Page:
THE TOOTHACHE TREE by Jack Galloway

THE TOOTHACHE TREE

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KIRKUS REVIEW

An elementary throat-catcher of a first novel, moist with husky sentiment, about two loners--a rich kid and his kidnapper--who team up, father-and-son style, in unlikely circumstances in East Texas. Among the flashcard characters: Hamilton Caine, Jr.; a 15-year-old offspring of a thieving millionaire father and an exceedingly nasty society mother--both of whom are bunk-hopping on a cruise when their son is kidnapped. The kidnapper is a former pilot for Hamilton, Sr.'s thoroughly rotten utility company; the pilot lost his nest egg in the Houston bust and now just wants enough stake to fly in Alaska. At first, "fear, worry, all the imagined horrors had overcome his tender young bravery," but before long Hamilton, Jr., deep in the woods in East Texas, is nicknamed "Buddy," and "Bill" the kidnapper is showing him how to make a fire; skin squirrels; track (and hear) a cougar; even swim in the freezing waters of the creek. Love grows between the two, and Bill, reveling in being a father to the son he'd always wanted, passes on essential manly lore--like the way to handle guns and what the ground rules are for sensible sex. There's an almost fatal parting when during a hurricane the creek overflows. Later, when Buddy is bitten by a rattler, Bill's hellish trip to save him ends with Buddy's return to his sterile former life, while Bill escapes. Both yearn for a reunion--and happy days are around the corner. Simple, earnest, and soggy with platitudes.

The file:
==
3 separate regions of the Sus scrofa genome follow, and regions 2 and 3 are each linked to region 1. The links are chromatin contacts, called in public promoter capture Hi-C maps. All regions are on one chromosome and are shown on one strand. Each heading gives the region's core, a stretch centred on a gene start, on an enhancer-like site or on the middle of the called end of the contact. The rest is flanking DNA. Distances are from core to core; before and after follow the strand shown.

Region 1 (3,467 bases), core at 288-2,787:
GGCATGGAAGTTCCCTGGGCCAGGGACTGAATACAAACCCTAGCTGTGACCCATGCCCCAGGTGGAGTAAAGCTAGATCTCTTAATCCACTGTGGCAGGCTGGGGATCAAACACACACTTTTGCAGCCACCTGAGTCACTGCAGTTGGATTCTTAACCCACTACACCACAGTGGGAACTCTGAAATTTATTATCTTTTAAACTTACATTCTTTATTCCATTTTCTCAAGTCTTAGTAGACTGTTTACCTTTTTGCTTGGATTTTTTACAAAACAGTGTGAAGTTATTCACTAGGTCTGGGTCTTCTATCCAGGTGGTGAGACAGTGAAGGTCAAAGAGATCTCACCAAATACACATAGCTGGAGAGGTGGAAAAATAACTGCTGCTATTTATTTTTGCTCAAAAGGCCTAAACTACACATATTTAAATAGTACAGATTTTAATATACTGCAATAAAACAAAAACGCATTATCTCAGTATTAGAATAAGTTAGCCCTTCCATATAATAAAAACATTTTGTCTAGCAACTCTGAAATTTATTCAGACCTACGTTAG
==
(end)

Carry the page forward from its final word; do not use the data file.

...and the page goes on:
Pub Date: June 14th, 1989
ISBN: 312-02659-5
Publisher: St. Martin's
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